Interview With Porya Hatami
Posted In: Gianmarco Del Re, Interview With Porya Hatami, Nephogram, Porya Hatami, Porya Hatami - Unstable
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Gianmarco recently caught up with Iranian sound artist Porya Hatami to discuss his latest album ‘Unstable on Nephogram…
Your latest work, Unstable has just been released by Nephogram as a CD. What was the inspiration behind it and what does the title refer to?
It refers to the fact that sometimes I feel everything in my life is so fragile and unstable. My relationships, moments of happiness, quiet times, my dreams and everything else. Even the software that I use is sometimes crashing when I make music, and this makes me think that how everything can change so easily and how everything can be so unstable sometimes. That’s a reality of life, in my opinion, so I wanted to transmit these feelings to music.
Unstable is a heavily textured work, which feels somehow darker than your previous album Land released by Somehow Recordings back in January 2012. Is it the flip-side of the coin, so to speak, or are the two albums unrelated?
It is the flip-side of the coin, yes. On one hand we have “Land” (that refers to nature directly), and it seems so static and stable and we think it never changes, but on the other hand there is the fact that nature is always changing and nothing lasts for ever. I extended this idea to other things in my life, and I even used it as a method for composing textures on Unstable. For example on Spoon, I recorded a small section of one of my tracks on Land (Winter), I processed it, and tried to use a fair amount of chance and unpredictability to create a main texture. So I think that it is somehow an unstable version of the track Winter.
Indeed Unstable features five tracks: Spin, Spoon, Transition, Uncertain and Unstable, which seem to refer to emotional states of mind, whereas Land looks at the environment and at a more physical rather than psychological state of being with titles like: Autumn, Rain, River, Sea, Storm, Winter, Snow, Bug. Have you been undertaking two different journeys with these two albums and do you feel you have reached the destination you had set yourself?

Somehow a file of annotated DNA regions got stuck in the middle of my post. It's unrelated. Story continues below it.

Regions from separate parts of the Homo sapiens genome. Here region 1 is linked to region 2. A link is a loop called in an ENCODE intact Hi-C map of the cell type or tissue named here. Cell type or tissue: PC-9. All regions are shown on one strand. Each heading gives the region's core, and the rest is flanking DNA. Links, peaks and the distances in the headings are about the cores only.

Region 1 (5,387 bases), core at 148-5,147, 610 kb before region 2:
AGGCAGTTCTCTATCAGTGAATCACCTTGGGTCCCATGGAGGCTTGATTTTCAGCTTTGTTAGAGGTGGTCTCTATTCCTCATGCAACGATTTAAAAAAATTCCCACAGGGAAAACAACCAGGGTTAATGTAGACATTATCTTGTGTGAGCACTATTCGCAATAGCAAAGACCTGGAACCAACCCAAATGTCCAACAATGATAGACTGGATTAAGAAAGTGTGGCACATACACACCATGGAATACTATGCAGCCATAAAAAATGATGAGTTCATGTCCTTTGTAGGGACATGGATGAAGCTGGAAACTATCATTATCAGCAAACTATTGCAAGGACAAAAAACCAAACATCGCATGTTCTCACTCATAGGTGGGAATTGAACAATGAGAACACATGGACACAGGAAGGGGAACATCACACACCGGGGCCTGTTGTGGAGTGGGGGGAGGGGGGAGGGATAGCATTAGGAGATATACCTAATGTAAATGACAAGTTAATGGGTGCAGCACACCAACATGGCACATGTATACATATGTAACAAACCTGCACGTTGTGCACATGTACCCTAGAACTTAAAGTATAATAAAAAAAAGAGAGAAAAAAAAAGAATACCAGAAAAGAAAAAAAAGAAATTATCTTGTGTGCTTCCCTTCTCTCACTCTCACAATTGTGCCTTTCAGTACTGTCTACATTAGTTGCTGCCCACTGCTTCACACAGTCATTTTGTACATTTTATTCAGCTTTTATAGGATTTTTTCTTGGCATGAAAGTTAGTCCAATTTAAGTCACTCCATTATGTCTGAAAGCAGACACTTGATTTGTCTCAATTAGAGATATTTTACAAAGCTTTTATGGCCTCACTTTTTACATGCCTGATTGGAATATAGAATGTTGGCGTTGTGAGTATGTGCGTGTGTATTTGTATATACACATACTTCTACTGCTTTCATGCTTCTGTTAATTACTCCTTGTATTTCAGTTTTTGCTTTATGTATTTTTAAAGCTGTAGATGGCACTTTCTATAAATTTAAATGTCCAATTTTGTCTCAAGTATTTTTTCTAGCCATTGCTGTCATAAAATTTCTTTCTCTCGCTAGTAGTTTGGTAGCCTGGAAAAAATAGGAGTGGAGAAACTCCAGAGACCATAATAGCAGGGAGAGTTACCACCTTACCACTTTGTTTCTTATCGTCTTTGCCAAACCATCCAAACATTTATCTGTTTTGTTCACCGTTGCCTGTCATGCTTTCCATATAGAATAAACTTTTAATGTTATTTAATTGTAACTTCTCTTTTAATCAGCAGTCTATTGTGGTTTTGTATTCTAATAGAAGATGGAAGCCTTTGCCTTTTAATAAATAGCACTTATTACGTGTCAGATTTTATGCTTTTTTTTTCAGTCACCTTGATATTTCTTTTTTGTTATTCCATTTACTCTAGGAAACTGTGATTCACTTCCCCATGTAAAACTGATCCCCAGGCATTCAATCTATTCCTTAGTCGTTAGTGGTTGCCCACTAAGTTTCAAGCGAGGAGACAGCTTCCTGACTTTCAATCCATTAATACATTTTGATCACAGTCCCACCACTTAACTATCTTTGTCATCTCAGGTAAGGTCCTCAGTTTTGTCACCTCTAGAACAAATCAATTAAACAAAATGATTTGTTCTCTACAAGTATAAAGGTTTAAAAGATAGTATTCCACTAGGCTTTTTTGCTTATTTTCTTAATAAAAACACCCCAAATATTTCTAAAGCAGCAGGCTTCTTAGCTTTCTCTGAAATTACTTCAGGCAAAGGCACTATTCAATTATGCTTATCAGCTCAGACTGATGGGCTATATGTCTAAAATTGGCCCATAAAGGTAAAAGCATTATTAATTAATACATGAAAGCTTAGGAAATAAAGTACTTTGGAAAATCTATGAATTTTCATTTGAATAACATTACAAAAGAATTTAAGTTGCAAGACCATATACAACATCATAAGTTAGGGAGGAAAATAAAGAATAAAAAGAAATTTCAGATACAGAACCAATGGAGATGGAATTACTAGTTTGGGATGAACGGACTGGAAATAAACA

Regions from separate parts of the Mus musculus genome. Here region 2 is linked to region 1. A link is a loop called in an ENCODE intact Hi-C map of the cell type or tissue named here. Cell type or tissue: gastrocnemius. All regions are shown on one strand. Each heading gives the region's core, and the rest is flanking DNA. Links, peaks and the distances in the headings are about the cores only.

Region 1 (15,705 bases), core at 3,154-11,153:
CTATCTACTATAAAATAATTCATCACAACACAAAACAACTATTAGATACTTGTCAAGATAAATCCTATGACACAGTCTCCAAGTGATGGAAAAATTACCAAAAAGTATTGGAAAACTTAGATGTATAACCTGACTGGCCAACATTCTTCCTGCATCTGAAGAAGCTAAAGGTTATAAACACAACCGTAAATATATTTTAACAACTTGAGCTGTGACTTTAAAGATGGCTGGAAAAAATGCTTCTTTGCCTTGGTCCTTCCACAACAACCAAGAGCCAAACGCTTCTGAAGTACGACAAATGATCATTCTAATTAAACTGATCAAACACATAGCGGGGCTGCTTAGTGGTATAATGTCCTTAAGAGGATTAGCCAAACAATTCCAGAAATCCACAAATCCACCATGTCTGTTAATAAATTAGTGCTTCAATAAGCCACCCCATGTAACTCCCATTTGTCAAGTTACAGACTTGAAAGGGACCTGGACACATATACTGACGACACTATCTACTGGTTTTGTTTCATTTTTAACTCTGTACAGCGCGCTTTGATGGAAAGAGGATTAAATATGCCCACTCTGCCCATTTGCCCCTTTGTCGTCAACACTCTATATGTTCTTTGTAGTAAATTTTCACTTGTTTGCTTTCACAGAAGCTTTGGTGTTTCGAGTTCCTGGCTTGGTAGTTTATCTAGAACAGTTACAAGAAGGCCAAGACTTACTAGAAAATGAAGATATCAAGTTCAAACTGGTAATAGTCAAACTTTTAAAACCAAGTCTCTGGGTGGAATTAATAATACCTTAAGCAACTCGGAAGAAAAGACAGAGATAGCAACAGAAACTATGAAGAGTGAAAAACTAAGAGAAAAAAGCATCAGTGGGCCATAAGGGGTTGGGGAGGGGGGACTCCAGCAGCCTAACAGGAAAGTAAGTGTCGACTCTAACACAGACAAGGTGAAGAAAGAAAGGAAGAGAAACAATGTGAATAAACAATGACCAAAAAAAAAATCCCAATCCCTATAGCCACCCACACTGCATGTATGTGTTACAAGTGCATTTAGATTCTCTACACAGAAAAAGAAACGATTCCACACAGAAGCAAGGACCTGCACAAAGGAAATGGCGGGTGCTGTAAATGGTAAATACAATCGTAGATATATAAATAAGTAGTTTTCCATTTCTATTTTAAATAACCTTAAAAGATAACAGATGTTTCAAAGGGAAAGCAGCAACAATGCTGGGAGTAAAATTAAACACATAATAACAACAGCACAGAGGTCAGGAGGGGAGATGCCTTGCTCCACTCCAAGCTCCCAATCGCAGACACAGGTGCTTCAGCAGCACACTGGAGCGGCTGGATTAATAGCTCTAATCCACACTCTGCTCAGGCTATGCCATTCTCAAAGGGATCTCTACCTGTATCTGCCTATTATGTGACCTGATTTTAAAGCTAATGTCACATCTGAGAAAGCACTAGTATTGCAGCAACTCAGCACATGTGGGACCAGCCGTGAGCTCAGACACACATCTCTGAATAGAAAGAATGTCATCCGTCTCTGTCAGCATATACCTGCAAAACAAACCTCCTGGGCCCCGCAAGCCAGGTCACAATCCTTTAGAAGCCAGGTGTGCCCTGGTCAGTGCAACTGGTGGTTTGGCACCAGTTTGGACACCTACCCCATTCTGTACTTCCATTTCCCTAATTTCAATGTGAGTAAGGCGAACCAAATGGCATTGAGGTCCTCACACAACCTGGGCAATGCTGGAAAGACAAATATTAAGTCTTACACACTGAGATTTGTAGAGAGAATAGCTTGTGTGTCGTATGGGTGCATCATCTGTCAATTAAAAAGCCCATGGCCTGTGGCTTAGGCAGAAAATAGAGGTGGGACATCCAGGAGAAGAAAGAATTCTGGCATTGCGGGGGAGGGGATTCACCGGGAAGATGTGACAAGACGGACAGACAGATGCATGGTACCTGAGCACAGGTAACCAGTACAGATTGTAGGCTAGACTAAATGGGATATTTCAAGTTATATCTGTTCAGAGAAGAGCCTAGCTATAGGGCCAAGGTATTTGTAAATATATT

Those are not different journeys. I mean, the real adventure for me is my life and, as I explained, life can carry both of these ideas in itself. I want to follow my feelings and write music based on personal experiences, about the things that I see and hear, and the places that I visit, and I think the journey has just started for me, and I’m a long way away from reaching my destination. Although I don’t think I will compose music about the unstable side of things any longer and will try to remain on the bright side.
What appeals to you specifically about one word titles?
There is no particular reason for this. I’ve chosen them just because they are simple and I love simplicity, especially when I have this clear idea about the subject of my tracks (which I usually have). I prefer to use a simple, one word title instead of looking for something more poetic and articulated.
Your composition Concerto For Short Loop and Grains has a more “ambienty” feel to it compared to some of your other stuff. How do you go about composing the texture of your soundscapes?
I usually record some material as a starting point, then start developing it using many ways like running it through a tower of effects, processing it using max/msp and reaktor, and then layering them to create my main textures. This is the main part of my composition, and the rest is easy. The texture itself tells me where to go. I give it some time and when I came back to it, I start listening to it over and over and wait for thoughts and ideas.